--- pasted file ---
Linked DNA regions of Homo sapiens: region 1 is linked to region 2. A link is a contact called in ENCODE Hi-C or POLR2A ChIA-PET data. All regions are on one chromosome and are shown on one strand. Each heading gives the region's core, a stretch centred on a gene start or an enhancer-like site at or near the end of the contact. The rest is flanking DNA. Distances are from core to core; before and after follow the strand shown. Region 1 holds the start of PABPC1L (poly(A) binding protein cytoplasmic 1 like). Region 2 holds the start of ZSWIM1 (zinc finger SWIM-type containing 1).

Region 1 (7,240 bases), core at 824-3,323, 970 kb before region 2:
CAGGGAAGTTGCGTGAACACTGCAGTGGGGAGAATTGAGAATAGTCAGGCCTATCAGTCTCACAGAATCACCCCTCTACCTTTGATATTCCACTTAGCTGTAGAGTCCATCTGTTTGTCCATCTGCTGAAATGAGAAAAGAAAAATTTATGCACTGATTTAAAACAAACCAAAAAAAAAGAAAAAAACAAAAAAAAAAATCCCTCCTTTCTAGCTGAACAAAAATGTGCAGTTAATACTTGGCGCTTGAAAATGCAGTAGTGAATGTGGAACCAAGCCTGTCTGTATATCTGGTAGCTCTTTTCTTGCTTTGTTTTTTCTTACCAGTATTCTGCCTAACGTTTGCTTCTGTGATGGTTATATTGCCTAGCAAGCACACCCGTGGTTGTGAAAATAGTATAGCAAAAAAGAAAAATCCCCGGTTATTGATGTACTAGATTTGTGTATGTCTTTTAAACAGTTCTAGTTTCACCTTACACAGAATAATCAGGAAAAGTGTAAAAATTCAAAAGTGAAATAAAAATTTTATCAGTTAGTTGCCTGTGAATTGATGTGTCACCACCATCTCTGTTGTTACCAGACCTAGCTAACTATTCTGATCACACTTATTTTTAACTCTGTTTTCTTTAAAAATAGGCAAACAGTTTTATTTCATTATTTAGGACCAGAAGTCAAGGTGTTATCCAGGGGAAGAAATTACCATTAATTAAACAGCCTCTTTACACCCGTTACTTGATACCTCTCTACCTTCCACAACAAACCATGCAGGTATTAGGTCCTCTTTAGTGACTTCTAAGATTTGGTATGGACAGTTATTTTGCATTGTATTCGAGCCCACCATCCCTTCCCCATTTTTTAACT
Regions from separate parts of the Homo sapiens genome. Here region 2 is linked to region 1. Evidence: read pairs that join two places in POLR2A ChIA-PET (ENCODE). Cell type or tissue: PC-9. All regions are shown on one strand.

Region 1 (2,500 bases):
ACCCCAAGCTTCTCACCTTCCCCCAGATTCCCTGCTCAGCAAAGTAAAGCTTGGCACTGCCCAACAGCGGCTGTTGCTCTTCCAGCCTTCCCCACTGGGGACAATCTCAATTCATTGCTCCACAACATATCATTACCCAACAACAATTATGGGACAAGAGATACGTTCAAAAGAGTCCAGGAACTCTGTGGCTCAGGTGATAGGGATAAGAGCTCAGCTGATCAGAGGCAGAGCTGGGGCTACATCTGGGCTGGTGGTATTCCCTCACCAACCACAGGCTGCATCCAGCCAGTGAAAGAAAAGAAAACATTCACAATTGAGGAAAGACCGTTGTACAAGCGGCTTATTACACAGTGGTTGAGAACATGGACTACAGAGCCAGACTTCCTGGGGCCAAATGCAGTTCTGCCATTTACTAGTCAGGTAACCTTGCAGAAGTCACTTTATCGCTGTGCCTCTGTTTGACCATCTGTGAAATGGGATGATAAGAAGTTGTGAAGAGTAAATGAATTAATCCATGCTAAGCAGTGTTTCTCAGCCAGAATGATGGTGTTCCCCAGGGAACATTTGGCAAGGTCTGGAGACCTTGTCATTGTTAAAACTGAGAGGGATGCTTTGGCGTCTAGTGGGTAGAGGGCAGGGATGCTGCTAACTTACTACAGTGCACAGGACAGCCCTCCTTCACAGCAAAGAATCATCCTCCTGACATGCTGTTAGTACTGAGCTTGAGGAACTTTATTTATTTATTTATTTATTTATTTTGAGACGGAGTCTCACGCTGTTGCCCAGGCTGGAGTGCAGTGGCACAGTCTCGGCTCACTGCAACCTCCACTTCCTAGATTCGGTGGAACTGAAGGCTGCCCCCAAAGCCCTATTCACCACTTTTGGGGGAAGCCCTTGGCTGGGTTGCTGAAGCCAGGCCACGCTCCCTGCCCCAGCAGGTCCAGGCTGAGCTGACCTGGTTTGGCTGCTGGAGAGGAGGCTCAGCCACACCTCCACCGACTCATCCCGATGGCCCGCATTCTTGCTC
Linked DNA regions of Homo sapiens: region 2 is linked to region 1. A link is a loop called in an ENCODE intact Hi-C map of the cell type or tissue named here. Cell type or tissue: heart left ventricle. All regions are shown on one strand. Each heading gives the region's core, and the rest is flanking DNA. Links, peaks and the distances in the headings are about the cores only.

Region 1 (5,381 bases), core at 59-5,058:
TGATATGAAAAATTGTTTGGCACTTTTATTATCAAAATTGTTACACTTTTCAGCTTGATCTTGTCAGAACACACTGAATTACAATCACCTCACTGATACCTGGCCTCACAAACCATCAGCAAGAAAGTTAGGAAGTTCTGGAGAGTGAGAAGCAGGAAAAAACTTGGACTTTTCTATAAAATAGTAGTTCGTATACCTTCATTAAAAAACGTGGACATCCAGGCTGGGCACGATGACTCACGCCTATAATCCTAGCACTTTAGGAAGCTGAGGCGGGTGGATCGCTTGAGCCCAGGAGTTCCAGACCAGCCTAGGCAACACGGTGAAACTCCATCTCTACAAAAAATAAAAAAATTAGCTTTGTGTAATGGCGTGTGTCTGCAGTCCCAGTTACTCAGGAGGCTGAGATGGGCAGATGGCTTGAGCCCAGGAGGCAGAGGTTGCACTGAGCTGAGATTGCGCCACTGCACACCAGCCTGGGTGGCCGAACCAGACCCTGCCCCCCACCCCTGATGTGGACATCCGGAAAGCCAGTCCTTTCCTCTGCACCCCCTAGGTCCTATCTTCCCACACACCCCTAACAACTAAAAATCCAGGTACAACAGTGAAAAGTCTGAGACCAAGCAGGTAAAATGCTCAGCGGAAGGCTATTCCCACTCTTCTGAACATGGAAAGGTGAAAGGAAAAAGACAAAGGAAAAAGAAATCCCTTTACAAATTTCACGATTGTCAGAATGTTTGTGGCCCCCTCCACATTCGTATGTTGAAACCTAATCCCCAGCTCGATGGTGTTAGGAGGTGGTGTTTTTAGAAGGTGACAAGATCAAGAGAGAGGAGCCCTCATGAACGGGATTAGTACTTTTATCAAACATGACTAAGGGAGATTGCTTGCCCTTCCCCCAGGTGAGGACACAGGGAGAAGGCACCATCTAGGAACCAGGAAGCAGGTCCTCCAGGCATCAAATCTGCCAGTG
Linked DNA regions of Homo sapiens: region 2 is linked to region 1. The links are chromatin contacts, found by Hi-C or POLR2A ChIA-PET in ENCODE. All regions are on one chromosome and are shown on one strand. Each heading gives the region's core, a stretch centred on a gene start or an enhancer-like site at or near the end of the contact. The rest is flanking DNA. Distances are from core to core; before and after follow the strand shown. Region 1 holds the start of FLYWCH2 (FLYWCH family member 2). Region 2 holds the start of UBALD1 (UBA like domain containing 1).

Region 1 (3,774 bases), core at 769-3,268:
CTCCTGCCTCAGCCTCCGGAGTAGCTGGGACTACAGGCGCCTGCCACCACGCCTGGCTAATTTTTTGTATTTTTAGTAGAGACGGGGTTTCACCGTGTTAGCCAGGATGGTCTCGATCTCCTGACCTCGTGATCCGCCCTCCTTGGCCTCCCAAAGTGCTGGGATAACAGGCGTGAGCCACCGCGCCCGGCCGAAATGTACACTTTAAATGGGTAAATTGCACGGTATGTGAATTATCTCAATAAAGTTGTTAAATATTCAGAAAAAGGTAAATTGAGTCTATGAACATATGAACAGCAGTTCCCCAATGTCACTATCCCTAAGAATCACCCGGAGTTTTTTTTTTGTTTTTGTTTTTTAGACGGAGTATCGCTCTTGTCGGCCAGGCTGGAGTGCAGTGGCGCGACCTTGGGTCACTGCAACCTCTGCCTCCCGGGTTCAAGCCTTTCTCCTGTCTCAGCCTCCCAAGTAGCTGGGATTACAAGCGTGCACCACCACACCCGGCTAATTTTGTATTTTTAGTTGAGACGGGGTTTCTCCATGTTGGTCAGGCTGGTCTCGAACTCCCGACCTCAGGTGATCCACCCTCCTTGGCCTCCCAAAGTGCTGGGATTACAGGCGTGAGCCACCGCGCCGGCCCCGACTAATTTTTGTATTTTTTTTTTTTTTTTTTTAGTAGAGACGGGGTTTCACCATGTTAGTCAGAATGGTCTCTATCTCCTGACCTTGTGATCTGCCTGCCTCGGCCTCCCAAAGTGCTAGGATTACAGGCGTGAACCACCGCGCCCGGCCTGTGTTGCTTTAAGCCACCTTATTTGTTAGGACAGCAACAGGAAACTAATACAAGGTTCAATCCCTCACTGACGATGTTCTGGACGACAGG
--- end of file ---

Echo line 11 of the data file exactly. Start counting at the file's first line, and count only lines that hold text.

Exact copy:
Region 1 (3,774 bases), core at 769-3,268: